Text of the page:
Accommodation, seasonality and domestic tourism to national parks: implications for environmental policy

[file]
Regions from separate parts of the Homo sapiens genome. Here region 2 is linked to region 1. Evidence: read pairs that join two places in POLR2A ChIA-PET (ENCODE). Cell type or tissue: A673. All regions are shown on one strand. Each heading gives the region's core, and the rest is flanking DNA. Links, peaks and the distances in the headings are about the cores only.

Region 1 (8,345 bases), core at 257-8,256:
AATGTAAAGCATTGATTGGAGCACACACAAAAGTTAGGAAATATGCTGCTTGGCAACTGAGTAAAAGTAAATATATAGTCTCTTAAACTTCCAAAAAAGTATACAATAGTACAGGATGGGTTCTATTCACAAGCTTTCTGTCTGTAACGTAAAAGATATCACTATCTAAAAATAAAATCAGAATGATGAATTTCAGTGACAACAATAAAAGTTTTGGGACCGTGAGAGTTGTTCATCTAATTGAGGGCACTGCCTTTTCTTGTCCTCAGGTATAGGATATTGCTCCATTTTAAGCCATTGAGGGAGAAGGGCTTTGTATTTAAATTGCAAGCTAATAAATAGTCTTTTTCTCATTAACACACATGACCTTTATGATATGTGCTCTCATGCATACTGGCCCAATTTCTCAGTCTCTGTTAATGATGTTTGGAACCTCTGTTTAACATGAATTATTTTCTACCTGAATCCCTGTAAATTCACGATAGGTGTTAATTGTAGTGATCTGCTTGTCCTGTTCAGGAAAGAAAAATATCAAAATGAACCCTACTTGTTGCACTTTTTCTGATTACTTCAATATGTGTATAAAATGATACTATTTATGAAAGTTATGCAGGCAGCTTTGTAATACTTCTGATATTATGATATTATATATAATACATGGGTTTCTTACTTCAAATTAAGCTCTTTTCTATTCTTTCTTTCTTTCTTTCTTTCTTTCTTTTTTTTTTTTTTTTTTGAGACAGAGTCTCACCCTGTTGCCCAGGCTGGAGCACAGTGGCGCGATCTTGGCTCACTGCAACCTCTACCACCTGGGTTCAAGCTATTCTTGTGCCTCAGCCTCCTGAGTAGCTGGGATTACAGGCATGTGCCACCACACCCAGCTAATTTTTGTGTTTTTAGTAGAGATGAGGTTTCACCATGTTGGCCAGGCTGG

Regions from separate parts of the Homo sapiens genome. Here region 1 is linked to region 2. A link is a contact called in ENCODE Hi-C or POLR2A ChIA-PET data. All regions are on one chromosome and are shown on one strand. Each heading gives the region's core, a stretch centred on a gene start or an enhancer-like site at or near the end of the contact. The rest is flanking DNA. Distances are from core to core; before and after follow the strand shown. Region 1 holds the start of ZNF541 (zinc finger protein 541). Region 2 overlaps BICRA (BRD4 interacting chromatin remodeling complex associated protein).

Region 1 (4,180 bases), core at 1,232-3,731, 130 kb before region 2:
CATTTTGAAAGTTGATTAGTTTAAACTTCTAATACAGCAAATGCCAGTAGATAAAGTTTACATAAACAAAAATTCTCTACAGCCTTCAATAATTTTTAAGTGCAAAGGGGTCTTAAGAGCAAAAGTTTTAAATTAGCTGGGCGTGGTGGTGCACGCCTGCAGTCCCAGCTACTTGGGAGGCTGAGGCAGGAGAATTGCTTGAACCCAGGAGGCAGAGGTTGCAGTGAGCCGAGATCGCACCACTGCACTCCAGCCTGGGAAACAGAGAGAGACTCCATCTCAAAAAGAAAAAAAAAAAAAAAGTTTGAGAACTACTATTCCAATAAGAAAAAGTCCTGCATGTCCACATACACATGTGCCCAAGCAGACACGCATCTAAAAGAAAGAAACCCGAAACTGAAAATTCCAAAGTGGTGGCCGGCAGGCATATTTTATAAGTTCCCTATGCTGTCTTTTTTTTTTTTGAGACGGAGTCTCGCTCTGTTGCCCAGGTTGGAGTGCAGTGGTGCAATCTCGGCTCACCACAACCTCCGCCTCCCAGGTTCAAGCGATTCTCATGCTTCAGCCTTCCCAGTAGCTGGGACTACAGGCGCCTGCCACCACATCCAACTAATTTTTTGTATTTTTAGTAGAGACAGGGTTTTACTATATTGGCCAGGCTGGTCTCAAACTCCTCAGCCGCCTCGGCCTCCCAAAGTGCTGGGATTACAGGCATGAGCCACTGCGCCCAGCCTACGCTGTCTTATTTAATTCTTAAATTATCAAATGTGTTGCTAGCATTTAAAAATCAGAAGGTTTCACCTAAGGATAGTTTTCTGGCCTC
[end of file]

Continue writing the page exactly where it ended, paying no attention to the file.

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The analysis of seasonality and domestic tourism from the perspective of the accommodation sector has, to date, been unsatisfactorily studied in the domain of visitors to national parks. In light of the scale of accommodation development and its crucial role in tourism, most notably with regard to environmental impact, in-depth knowledge about accommodation market segments and their specific characteristics and patterns of behavior are integral to the development of tourism policy. In the context of domestic tourism, underpinned by an understanding of the theory of planned behavior and push-and-pull motivations, this study examines seasonality and accommodation type used by visitors to national parks in the small islands of the Canaries, Spain with the objective being to design the most appropriate environmental tourism policy. By adopting a Multinomial logistic regression model with 1671 surveys carried out, the study concludes that domestic visitors demonstrate a higher propensity to select environmental-friendly accommodation types during the high season. At the same time, residents who visit the parks in high season assess the lowest value to the preservation level of the parks’ natural resources.